Purely a brownie points pick. After learning Muffin was a judge, I quickly scooped him up in hopes to get some easy points (is it working!?). I kid, of course. The real reason Malecek made the team was for consistently showing the ability to get off throws like this (even with a self-described lesser disc). A Skyd All-MLU 2nd teamer last year, and a constant force on the disc for Ironside, Muffin has the exact talent needed for Team Rob Ford’s D-line. Quick, one throw scores after a turn is one of the most effective ways to score lots of fantasy points on the D side. Malecek is the quintessential prototype for the D handler position, much like Richter is on the offensive side.
Henry Konker, Jesse Roehm, Tim Morrissy, Matty Zemel – Johnny Bravo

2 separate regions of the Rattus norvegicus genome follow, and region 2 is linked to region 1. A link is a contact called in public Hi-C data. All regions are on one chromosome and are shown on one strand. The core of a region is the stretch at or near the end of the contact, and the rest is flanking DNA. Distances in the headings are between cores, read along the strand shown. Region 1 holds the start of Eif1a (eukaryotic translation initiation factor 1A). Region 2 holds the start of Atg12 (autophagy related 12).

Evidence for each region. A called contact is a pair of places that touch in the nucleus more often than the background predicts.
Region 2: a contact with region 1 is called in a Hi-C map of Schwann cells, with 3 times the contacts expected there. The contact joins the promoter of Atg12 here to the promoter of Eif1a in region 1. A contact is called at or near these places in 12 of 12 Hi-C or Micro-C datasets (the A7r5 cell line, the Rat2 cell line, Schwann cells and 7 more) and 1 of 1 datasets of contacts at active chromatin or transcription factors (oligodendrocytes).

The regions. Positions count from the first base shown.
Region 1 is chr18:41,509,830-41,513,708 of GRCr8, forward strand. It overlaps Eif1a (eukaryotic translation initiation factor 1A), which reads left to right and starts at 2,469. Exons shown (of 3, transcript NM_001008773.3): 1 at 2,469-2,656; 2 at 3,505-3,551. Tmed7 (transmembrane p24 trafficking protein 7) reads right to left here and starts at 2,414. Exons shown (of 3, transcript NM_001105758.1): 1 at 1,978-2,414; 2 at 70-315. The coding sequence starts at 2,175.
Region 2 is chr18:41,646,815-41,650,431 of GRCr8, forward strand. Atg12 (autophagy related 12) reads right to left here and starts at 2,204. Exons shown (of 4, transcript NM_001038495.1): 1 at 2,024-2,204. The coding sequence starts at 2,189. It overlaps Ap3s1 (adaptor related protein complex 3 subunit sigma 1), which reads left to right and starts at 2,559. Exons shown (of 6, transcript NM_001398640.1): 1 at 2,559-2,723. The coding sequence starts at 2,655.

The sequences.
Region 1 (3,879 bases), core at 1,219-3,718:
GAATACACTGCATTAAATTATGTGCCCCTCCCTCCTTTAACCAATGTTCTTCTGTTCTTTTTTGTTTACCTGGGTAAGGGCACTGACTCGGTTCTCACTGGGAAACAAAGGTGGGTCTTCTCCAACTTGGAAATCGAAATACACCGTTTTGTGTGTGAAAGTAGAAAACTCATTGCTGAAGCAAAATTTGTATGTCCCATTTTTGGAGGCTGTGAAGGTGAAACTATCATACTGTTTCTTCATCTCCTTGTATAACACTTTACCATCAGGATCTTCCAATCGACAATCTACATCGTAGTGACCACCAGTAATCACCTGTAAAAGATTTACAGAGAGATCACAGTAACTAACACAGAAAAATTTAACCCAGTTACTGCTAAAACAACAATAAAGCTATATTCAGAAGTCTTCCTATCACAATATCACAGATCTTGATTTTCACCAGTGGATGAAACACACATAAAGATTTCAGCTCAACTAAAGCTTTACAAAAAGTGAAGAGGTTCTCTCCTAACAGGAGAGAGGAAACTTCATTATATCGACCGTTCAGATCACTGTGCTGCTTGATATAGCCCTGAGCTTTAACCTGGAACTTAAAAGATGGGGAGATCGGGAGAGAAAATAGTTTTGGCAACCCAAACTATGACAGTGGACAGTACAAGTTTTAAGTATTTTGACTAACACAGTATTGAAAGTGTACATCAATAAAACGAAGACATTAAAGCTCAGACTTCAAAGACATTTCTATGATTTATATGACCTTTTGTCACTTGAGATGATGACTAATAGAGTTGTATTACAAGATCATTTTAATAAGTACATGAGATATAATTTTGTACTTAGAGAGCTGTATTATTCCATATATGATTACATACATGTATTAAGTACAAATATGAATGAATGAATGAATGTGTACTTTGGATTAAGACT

Admittedly, the late round of the draft began to drag like jeans that are too long, fraying at the heel. In the late-round fray of the draft, my selection strategy changed to players I’ve seen play personally, and therefore knew I could trust in the described situations. But don’t think these guys won’t be major point getters for this team. Roehm was an O-line starter for 4th place Bravo, and has been for a couple years now. An integral part of the offense who garners a solid 2-3 scores and 2-3 assists per game, with the breakout ability to score much more than that. Konker, Morrissy and Zemel were the lockdown backbone of the Bravo D, and all posses the big play ability to score quickly after forcing the turn. Remember this from Konker? Or this from Zemel? How about this 14-14 layout D from Morrissy? That’s the kind of game changing athleticism that make these guys the defensive backbones of Bravo, the NexGen Tour, and of course, Rob Ford’s Toronto Rush. If you don’t know their names yet, you certainly will very soon.